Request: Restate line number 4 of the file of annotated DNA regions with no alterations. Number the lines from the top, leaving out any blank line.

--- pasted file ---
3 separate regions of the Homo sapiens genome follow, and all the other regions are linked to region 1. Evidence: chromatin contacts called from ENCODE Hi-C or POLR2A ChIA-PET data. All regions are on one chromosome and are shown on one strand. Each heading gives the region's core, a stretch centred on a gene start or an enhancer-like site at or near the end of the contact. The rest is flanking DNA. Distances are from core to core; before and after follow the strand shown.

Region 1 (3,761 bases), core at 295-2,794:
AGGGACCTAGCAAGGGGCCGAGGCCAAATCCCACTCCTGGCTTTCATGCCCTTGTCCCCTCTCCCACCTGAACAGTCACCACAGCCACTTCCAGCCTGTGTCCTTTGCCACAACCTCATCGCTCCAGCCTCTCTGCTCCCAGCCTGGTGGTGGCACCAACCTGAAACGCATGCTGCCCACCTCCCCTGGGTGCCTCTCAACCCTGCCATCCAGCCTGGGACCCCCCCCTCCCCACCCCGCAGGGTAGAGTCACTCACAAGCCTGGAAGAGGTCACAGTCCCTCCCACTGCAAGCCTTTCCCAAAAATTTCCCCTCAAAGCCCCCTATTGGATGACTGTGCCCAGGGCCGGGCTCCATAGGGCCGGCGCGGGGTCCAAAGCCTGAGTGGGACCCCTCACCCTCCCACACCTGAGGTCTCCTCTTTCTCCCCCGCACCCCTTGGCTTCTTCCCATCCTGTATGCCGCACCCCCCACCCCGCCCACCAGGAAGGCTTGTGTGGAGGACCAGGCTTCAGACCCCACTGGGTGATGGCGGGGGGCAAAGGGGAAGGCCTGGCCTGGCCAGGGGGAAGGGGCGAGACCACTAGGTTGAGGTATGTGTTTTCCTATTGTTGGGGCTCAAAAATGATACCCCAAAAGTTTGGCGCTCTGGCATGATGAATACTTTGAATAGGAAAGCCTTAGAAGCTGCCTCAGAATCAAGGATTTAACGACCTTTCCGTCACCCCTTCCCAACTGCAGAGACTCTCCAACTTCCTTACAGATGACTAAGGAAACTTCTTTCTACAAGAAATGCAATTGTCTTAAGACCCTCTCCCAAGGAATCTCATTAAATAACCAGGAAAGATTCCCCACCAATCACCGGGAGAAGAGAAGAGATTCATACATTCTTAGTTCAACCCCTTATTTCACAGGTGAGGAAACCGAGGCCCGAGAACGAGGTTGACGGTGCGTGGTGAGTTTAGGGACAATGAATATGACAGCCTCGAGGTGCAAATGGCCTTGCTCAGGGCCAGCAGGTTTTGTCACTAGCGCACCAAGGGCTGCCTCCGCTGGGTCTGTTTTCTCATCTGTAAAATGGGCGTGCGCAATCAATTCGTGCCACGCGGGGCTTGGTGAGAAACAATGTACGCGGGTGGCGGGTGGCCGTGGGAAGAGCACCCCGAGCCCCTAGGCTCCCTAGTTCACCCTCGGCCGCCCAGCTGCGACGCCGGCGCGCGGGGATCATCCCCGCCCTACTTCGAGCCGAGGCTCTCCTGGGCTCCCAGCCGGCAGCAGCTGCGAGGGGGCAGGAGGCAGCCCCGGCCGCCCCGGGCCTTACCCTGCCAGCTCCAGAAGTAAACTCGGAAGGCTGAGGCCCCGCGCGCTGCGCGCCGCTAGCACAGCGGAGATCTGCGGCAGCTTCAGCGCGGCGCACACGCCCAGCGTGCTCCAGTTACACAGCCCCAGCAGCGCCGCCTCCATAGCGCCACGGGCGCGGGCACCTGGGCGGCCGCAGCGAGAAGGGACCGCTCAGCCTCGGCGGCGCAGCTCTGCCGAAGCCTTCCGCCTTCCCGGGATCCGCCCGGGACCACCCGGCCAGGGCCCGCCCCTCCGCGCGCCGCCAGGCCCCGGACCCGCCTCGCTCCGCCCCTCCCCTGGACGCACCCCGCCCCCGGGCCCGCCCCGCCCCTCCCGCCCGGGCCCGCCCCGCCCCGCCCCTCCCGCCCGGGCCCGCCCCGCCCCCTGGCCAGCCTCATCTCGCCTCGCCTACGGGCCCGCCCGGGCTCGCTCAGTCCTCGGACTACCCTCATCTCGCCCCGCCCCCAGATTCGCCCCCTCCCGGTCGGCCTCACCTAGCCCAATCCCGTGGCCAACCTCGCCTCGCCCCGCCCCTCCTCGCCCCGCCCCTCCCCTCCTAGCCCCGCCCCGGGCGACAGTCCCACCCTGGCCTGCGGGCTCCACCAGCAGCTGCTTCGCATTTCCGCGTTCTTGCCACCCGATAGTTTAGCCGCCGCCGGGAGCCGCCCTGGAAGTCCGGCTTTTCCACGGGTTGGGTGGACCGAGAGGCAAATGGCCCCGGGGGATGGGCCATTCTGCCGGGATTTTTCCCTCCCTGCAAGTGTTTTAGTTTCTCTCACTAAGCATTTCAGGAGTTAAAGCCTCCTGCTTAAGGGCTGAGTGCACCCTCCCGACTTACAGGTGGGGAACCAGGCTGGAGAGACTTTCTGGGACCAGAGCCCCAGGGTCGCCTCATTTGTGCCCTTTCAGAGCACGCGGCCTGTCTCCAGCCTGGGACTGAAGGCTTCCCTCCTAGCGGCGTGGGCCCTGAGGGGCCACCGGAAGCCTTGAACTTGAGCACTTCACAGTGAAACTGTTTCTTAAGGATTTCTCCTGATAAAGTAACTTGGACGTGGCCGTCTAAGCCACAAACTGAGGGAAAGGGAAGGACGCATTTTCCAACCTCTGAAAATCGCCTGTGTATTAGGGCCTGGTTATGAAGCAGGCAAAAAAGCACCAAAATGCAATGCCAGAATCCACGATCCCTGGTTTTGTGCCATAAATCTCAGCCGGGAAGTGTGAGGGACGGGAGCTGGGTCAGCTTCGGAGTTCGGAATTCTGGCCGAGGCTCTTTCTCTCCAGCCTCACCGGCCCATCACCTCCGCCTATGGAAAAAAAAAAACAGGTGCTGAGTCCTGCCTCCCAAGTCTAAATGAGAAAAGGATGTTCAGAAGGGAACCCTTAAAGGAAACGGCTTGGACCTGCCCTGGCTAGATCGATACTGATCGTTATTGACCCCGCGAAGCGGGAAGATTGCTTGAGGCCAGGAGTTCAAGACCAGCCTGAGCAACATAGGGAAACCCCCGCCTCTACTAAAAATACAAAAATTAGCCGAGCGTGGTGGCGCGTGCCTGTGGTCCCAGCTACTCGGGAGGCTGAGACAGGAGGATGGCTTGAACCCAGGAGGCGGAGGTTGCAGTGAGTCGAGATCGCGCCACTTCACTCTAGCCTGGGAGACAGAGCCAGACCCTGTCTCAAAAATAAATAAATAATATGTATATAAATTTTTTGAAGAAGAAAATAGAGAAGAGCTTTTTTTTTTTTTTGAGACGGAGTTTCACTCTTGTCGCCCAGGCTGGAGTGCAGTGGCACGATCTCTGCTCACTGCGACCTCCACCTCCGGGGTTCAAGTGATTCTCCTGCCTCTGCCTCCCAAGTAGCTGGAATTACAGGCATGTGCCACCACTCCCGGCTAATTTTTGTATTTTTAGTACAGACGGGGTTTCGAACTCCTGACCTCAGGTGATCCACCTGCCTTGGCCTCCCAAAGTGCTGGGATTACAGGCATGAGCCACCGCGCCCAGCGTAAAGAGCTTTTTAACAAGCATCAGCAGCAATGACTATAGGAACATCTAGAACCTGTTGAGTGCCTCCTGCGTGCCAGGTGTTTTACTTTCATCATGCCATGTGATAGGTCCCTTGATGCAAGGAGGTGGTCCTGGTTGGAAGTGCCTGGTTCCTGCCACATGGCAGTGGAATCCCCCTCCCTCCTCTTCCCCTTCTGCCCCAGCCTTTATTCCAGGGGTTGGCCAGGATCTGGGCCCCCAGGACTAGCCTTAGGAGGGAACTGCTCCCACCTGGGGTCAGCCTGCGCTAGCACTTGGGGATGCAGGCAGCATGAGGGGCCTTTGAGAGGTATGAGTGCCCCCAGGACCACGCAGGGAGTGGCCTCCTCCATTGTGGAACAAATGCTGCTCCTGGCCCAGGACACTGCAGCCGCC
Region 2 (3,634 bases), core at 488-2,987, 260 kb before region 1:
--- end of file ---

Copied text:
Region 2 (3,634 bases), core at 488-2,987, 260 kb before region 1: